Supplemental Security Income: Who Can Get It and How to Apply

If you have been denied disability benefits, you may be tempted to forget about dealing with the Social Security program altogether. However, there are other types of government assistance available to disabled Americans, even if you are have been denied Social Security disability.

What Is Supplemental Security Income?

If you were told that you do not have enough work credits to receive disability under Social Security, you may want to consider applying for Supplemental Security Income (SSI). This benefit has nothing to do with your work history—it is based solely on your financial need.

Who Can Get SSI?

Generally speaking, any disabled U.S. citizen who has less than $2,000 in assets (or couples who have less than $3,000 in assets) and extremely limited income will qualify for SSI. You may also qualify for benefits if:

  • You live in a public community residence that serves 16 or fewer people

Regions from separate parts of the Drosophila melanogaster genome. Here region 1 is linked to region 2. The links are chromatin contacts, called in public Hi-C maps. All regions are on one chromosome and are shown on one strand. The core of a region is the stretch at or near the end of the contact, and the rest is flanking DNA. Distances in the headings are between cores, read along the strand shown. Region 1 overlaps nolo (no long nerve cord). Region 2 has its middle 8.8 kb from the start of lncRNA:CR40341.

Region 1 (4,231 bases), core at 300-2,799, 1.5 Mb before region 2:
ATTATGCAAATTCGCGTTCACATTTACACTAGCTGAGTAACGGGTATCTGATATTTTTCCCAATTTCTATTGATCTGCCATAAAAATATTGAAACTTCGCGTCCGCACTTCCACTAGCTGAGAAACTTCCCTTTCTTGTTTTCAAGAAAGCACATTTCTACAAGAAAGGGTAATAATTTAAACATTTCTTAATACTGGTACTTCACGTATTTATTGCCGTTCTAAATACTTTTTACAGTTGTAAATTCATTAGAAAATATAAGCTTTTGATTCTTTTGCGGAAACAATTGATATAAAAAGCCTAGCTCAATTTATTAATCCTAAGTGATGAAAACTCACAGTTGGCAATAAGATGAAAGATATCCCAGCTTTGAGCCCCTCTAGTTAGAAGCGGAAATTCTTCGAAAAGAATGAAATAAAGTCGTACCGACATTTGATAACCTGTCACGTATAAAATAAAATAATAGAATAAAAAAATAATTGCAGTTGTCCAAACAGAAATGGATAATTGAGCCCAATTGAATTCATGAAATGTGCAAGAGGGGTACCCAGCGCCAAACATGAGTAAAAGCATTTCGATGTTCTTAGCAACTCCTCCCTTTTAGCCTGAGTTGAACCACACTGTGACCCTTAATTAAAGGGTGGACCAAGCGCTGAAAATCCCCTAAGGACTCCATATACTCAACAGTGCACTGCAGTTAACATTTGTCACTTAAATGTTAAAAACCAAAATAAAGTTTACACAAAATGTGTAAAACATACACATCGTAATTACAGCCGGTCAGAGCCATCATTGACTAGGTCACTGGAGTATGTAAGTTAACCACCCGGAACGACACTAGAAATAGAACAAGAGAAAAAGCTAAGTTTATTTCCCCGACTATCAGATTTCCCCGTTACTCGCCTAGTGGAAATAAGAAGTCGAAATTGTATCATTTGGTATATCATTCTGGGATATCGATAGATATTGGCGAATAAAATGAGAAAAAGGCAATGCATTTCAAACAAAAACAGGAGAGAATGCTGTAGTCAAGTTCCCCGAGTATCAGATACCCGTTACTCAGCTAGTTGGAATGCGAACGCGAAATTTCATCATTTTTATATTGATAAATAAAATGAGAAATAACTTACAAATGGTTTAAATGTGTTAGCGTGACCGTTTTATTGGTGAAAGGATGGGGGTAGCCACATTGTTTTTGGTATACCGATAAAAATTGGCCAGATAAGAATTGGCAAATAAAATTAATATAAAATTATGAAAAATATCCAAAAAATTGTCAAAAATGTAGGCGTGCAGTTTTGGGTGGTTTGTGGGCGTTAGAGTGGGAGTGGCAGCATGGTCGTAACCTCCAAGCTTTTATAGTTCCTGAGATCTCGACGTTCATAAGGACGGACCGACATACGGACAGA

• You live in a public institution in order to receive educational or job training

  • You live in a publicly-funded homeless or emergency shelter

  • You live in a public or private institution where Medicaid pays more than half the cost of your care (your SSI benefit may be reduced)

Other Factors in SSI Determinations

Your eligibility for SSI depends both on your income and how much support you receive from others. If you live in a county rest home or another public institution that pays for your room or board, you usually cannot get SSI benefits.

You can complete an application for SSI by phone, at a Social Security branch office, or by filling out an online form at the Social Security website. If you are approved, your benefits will be paid monthly and the amount will depend on how much regular income your household earns.

The good news is that if you qualify for SSI, you will likely also qualify for Medicaid, food stamps, and other benefits that can help you cope with living costs for as long as you are unable to work. The bad news is that many people who apply for these benefits are denied on their first, second, or even third tries.

Do you want to learn more? Our disability attorneys are local to Omaha and can be reached at 402-933-5405. Connect with us on Facebook for more news, tips, and information you can use today.

Sean D. Cuddigan
SSA and VA Disability Attorney in Omaha, Nebraska